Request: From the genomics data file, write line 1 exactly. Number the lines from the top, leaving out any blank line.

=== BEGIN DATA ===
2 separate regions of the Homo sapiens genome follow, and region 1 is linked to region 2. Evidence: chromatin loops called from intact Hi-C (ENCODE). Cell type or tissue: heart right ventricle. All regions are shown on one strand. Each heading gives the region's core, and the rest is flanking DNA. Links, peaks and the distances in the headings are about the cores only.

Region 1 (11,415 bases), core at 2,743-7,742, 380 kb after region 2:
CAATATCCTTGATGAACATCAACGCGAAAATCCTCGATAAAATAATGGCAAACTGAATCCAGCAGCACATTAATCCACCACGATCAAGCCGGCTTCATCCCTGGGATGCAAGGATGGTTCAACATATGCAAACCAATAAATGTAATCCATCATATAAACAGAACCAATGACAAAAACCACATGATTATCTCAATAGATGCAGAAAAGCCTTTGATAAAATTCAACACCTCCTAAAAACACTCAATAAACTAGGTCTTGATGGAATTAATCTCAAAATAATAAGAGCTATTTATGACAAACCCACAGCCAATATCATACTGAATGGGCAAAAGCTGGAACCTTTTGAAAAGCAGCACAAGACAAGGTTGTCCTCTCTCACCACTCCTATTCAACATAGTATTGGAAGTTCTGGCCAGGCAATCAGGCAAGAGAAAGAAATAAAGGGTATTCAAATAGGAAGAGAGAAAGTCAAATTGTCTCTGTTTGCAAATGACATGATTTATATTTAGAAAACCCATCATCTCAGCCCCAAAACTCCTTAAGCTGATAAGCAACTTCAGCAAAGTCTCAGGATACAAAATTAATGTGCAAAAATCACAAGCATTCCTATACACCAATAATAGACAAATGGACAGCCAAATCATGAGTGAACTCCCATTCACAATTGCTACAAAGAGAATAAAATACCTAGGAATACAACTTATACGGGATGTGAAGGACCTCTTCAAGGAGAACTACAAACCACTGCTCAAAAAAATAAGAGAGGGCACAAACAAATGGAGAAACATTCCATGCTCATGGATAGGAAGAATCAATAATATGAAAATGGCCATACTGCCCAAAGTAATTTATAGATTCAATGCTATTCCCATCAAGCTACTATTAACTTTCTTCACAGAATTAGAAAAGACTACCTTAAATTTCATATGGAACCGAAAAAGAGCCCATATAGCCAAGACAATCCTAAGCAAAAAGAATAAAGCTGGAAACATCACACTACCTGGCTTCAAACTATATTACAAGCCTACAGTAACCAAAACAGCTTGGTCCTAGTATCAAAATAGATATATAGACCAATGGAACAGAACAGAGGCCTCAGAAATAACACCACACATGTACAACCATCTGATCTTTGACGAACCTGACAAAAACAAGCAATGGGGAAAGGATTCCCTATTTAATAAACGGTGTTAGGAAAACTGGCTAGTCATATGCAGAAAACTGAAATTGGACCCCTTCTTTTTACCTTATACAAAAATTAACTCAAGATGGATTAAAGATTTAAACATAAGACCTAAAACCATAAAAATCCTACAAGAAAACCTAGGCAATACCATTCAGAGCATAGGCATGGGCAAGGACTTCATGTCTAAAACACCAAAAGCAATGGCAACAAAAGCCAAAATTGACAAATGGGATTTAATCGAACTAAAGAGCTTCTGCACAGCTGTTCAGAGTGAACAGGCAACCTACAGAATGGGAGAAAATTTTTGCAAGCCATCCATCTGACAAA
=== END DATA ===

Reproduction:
2 separate regions of the Homo sapiens genome follow, and region 1 is linked to region 2. Evidence: chromatin loops called from intact Hi-C (ENCODE). Cell type or tissue: heart right ventricle. All regions are shown on one strand. Each heading gives the region's core, and the rest is flanking DNA. Links, peaks and the distances in the headings are about the cores only.